Welcome to the SR20 Community Forum - The Dash.
SR20 forum logo

Thread: Lowest air pressure/highest air velocity part of the hood?

+ Reply To Thread
Posts: 11-20 of 28
2016-03-21 21:12:17
Last edited by jimbo_se-r on 2016-03-22 at 14-54-19. Reason: Double Post
2016-03-21 22:58:00
The lip needs to be raised more. It creates a venturi and draws the air thru.
2016-03-21 23:39:18
@jimbo_se-r , The lip needs to be, at a minimum, as tall as the height of the highest slat. And yes it does make a difference. It's all about manipulating airflow and direction.

Below is a very illustrative and accurate explanation of the topic in discussion


Also, I want to stress; location of vent is JUST as important as venting the hot air itself. About 95% of the aftermarket hoods in the 240sx community for example, place the vent too far rearward of the radiator and do not truly exhaust the hot air through and exiting the RADIATOR. The confusion lies in the distinction between exhaust from the radiator vs exhaust from the engine bay, with the prior being on the order of magnitudes more important than stagnant engine bay temps (which are exhausted through the cowl area). The idea is to get the high pressure/high flow stream through the radiator, redirected up and out the engine bay. This not only drops the pressure differential over/through the radiator (which promotes flow through the radiator and inturn, allows more air mass to pull heat from the fluid with heat transfer), but also relieves engine bay pressure which equates to less lift and more high speed stability. Engine bay pressure build up is also a counterpart of lift generated on the front end.
Last edited by Boostlee on 2016-03-21 at 23-40-45.
2016-03-21 23:45:48
Pulsar gtir vents? Nissan OEM.
2016-03-21 23:51:26
Sorry for the double post above, first one froze and didn't appear to have posted when I made the 2nd post.
2016-03-22 00:01:21
Originally Posted by SE-RMonkey
Pulsar gtir vents? Nissan OEM.

The side vents, yes. The entirety of the vent (including the first element) actually is turned up (forgot the term), so a diffuser is not needed at the leading edge. The first element/slat/fin/whatever takes care of redirecting the airflow (and subsequently, so do the remaining elements). However, they are much too narrow to be of any significant use apart from a small heat exchanger or similar heat source.
2016-03-22 00:38:51
In for Dildo-based rallycross starring Lee in his B13. That, I definitively must view.
2016-03-23 02:41:10
Good to know about the turnups. Not so good to know about Kyle's fantasies. Thanks guys.
2016-03-23 19:20:47
Originally Posted by wildmane
Good to know about the turnups. Not so good to know about Kyle's fantasies. Thanks guys.

I did not mention the dildo's flying into your radiator but once I read that, that sparked an undying desire to view such a marvel.
2016-03-24 15:11:40
Looking at the graphic that @SE-RMonkey posted above, while not a B13, the lines aren't too different from our cars, and can serve as a decent example. I did some Googling and didn't find anything specific to our cars. I'm actually shopping around for a thermal camera at the moment, so I may be able to provide some pics down the road.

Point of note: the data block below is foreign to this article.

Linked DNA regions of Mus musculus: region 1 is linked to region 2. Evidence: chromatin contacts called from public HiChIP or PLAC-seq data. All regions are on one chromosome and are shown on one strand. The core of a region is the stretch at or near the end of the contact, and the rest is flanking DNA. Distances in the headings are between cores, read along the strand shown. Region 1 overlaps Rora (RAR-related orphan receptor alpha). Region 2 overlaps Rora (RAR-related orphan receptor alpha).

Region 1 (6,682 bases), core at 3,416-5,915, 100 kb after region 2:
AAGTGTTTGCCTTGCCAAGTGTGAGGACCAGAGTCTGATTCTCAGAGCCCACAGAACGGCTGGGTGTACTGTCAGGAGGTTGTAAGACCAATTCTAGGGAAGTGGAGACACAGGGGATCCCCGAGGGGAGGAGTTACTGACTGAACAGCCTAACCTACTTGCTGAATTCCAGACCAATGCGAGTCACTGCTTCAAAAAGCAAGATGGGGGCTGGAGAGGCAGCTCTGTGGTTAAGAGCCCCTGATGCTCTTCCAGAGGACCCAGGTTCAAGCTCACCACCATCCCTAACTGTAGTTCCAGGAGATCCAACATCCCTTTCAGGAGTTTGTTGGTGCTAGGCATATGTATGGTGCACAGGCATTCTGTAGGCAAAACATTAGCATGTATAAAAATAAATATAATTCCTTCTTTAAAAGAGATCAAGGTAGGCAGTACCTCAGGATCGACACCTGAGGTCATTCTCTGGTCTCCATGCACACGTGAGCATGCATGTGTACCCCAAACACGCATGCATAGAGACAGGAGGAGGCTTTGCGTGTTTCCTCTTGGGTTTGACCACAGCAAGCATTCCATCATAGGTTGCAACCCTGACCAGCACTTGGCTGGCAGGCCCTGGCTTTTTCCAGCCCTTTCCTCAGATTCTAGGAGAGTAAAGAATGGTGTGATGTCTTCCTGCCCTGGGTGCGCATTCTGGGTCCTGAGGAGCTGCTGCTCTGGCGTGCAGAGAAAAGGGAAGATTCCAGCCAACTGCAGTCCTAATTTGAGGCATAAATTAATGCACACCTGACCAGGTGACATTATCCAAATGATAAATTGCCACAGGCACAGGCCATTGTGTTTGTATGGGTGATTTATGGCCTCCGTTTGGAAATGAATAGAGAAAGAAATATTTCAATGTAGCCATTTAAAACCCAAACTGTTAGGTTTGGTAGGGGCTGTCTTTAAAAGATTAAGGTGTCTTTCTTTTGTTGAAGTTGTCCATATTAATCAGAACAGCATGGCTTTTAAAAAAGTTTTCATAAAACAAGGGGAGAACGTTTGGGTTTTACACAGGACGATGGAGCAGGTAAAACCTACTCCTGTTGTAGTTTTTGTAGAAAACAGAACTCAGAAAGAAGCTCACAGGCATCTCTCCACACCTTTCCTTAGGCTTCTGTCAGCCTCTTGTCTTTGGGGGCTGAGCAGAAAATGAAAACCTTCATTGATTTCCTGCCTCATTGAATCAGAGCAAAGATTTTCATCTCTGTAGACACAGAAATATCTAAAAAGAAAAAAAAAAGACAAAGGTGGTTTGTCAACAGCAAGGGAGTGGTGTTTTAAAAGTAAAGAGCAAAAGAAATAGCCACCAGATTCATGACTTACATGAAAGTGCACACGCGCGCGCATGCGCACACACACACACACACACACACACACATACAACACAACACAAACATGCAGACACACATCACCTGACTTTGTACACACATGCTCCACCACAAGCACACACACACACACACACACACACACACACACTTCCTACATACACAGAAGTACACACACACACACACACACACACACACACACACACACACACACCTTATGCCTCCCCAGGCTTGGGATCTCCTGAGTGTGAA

I did, however, find where he lifted that graphic from, so I'll give credit since it is also a good read: Car Aerodynamics Basics, How-To & Design Tips ~ FREE!

The outline of the B13 is similar to the above image, the main difference being the bumper in front that will serve to divert airflow a bit. The area above the bumper has a slight slope, further back on top, so that will have air moving up over the hood just a bit more than what that graphic shows.

My original thoughts on dissipating underhood heat were to have vents further back, more over the valve cover area itself, but in reading through the info I've collected this would have been too far back to be effective. It would have helped, but not as much as something more forward, and what I was thinking of wouldn't have impacted the aerodynamics much. Increasing downforce in the front would be a bonus, so why not do both?

I'm seriously looking at doing something similar to what the GT-R has in the photo above. If you go to the link I referenced, there is a great video showing this car up close, especially the hood area, and there is also a segment where the hood is off and you can see the underneath side of the hood, which for me is very useful. The video is in Section 10, Rear Wing. At 1:14 is a great shot of the hood vents, you can see that the middle vents are slightly taller than the row along the side closer to the camera, but it seems that the far side may be the same height as the middle section? Maybe it is an optical illusion, or else some intentional design to have more downforce on that side? In looking at the view under the hood (starting at 1:25) these don't appear to be adjustable in any way. I'm estimating that the height of the shorter vents is about 1", and the taller ones about 1.75", or thereabouts.

My original thought on hood vents was something similar to the S2000 project that @Boostlee posted (I had come across that one myself a while back when thinking about this), but I really like how the GR-R vents have sides as well, so I'm thinking on how I can accomplish that. My current thought is that I will cut out a rectangular shaped section of the hood (folding over about 1/2" of metal along each edge to avoid having a sharp edge, but more importantly to retain rigidity from the lost bracing underneath), and to fabricate a separate vented section that would mount from underneath. How exactly that separate section would be constructed is still up in the air...
Last edited by jimbo_se-r on 2016-03-24 at 15-24-05.
+ Reply To Thread
  • [Type to search users.]
  • Quick Reply
    Thread Information
    There are currently ? users browsing this thread. (? members & ? guests)

    Back to top